Thursday, 8 December 2011

Dear Reader:

Stop telling me how to write my characters!

More specifically, how to describe them. Because I usually don't. In fact, in some stories, my characters don't even get names. This is not my fault. If they don't tell me what their names are, how can I tell you?

Sometimes, I have no real idea what they look like. Sometimes, I know perfectly what they look like, and I don't really want to know if my character is not what you envisioned when you read the story. (Well, a certain someone told me the main character in my latest WIP reminded her of Jude Law, until I finally got to his description, and then she was tossed out of the story on her ass, so, well, no. He's not Jude Law. Not even a little bit, and I will fix that my  friend, ASAP!)

But if you think my character has long flowing locks of curly black hair and I describe him as having a a shaved head, well, no, annoying person, I am not wrong about my character. A person, especially a guy, who grows hair to his waist is a fundamentally different person than one who shaves his head. Think about that. Long hair, for a guy, is a trophy, a rebellion, a statement that no one owns you or your choices to step out of that gender box. Shaved hair is a symbol of all things military, and conforming. Not really the same type of person, my friend. (Just for fun, think about that same dynamics in a girl, and what the hair to the waist and the shaved head mean, and maybe it will make more sense.)

Dear, dear reader, I am not an idiot. Neither are you, of course, but maybe, read the book again, and imagine what might have to change about a guy who shaves his head to get him to grow it out to his waist. There might even be a really good story in that change, but do think about it, okay?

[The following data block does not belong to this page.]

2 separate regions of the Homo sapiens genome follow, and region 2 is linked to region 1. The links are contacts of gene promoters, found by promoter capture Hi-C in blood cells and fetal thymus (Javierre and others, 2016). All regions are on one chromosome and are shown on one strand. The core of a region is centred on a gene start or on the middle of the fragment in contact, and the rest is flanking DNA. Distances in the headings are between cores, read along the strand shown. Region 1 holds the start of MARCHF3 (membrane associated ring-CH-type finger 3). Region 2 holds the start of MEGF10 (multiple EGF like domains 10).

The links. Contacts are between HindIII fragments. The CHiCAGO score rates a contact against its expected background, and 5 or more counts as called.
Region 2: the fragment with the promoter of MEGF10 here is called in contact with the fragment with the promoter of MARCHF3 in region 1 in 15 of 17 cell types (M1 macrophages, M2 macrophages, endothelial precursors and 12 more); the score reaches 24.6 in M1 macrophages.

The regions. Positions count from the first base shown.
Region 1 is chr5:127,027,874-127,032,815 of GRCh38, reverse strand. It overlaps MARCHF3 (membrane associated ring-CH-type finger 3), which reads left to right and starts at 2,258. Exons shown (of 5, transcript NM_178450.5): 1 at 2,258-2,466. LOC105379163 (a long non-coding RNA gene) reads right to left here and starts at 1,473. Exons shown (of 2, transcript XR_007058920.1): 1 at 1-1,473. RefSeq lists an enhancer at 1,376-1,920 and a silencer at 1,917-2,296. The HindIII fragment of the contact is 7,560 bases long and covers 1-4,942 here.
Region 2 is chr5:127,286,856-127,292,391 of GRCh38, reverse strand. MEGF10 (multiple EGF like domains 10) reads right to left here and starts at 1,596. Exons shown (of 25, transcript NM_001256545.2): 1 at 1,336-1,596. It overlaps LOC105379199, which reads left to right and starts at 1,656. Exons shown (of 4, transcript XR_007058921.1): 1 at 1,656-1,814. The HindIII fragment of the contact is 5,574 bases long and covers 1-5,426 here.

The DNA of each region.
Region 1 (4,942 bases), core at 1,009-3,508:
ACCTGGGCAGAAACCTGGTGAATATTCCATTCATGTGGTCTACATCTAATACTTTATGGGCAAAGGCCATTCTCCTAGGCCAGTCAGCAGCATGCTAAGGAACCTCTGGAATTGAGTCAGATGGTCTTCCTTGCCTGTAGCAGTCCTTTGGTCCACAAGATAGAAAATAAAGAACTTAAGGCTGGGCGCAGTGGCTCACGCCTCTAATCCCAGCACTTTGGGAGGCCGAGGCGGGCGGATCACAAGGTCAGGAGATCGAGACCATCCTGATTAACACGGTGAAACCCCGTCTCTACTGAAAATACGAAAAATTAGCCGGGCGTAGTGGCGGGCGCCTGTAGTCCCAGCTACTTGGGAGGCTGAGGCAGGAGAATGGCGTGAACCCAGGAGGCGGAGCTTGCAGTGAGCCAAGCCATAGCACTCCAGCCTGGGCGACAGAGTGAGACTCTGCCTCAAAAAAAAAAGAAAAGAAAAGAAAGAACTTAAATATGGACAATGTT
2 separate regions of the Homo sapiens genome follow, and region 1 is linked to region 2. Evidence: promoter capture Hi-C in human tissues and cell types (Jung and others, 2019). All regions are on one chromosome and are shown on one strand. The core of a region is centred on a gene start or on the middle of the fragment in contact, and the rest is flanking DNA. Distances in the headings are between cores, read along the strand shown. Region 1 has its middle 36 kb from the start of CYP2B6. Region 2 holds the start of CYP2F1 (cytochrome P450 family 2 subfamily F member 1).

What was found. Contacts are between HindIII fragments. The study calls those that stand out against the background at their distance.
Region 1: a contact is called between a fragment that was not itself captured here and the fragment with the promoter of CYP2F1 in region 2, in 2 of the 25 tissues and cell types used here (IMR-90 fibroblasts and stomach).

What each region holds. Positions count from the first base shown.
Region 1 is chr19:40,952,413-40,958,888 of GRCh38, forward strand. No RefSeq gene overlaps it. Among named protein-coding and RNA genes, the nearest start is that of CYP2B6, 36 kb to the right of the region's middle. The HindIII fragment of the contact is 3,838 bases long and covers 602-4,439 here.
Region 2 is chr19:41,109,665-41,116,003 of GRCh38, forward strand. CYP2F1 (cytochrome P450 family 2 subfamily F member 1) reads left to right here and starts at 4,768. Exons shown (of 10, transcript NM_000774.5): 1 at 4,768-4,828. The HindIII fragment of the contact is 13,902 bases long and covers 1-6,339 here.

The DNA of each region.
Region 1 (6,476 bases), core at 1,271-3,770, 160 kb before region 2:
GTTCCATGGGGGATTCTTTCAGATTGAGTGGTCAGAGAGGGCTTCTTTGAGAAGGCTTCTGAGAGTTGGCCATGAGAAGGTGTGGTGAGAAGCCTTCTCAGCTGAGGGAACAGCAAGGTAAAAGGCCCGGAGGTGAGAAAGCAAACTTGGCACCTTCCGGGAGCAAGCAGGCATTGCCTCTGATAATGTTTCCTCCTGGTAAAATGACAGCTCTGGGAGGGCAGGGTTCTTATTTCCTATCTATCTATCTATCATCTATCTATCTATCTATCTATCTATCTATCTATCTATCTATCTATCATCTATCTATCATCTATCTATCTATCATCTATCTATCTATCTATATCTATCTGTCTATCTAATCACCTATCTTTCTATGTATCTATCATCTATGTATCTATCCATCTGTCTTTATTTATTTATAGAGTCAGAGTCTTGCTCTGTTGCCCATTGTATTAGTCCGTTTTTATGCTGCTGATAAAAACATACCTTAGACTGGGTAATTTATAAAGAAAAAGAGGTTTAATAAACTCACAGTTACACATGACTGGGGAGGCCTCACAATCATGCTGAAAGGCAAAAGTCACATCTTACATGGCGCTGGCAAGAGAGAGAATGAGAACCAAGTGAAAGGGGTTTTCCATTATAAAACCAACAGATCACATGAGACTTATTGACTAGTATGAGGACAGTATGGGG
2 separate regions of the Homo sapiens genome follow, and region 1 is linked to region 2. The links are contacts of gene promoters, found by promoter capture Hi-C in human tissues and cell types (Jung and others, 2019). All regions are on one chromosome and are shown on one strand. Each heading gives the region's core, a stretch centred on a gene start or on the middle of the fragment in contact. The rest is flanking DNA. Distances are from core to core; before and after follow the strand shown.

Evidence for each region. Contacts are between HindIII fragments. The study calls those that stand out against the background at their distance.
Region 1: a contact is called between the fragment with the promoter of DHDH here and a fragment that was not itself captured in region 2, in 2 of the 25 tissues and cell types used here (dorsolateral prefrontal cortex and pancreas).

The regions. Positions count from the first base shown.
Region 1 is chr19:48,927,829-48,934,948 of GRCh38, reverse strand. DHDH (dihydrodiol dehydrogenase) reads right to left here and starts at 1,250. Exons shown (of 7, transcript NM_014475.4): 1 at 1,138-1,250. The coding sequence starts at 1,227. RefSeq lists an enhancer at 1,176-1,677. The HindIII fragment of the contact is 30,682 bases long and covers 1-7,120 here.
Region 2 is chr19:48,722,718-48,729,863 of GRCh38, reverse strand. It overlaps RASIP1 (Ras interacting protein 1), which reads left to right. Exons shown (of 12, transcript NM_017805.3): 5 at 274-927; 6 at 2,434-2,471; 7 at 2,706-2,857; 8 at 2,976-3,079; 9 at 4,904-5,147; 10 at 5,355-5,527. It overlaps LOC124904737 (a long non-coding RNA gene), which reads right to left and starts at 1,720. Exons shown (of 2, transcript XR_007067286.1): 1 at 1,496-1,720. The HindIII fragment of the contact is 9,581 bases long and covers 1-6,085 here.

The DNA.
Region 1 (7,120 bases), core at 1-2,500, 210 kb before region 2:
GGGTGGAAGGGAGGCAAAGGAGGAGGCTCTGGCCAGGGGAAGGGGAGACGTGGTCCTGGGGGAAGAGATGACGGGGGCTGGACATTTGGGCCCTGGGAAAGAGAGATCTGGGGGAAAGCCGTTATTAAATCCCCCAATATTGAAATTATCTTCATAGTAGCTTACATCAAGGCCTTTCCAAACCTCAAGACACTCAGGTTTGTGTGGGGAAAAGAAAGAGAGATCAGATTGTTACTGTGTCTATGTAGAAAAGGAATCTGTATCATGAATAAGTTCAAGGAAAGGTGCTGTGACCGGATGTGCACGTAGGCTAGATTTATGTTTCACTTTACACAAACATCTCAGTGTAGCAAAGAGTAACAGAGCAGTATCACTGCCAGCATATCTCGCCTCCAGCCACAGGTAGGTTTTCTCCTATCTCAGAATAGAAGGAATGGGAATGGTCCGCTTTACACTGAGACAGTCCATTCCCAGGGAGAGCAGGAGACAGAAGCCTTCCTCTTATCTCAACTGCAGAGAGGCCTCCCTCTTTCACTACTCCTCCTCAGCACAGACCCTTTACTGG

Also, another reason I don't describe my characters is this:
 I watched this video, and OMG, I want to make a character that is this adorable, this sweet, and this happy. Well, until I break him , and then put him back together, that is, because, well, that's what I do. I mean, just watch the video. This kid just exudes joy all over the place. But if I commit to this particular configuration of physical characteristics in my head, what if I get it wrong in description? That's the time when I'll feel like I didn't succeed. (Like the Jude Law incident. lol!)

So what do other writers do? I know some have very specific ideas of what their characters look like. Right down to having an actor/model/musician whatever representation to draw from in their descriptions. That just feels so...restricting to me. Are there any other writers like me out there who just, well, wing it? And what if, as a reader, that writer description isn't anything like what you imagine the characters to be? Do you just ignore the writer? (I do! lol!)

 Wow. I read this over and the use of the word 'well' is shameful. This, readers, is what editors do for me. But. I decided to leave them, and do a little contest. Spur of the moment. I'll give away a few copies of and old story, "Muses's Vacation" (because the sub in this story is one of my more adorable characters, I think) to three people who play editor and tell me how many times I over-used the word 'well' in this post :D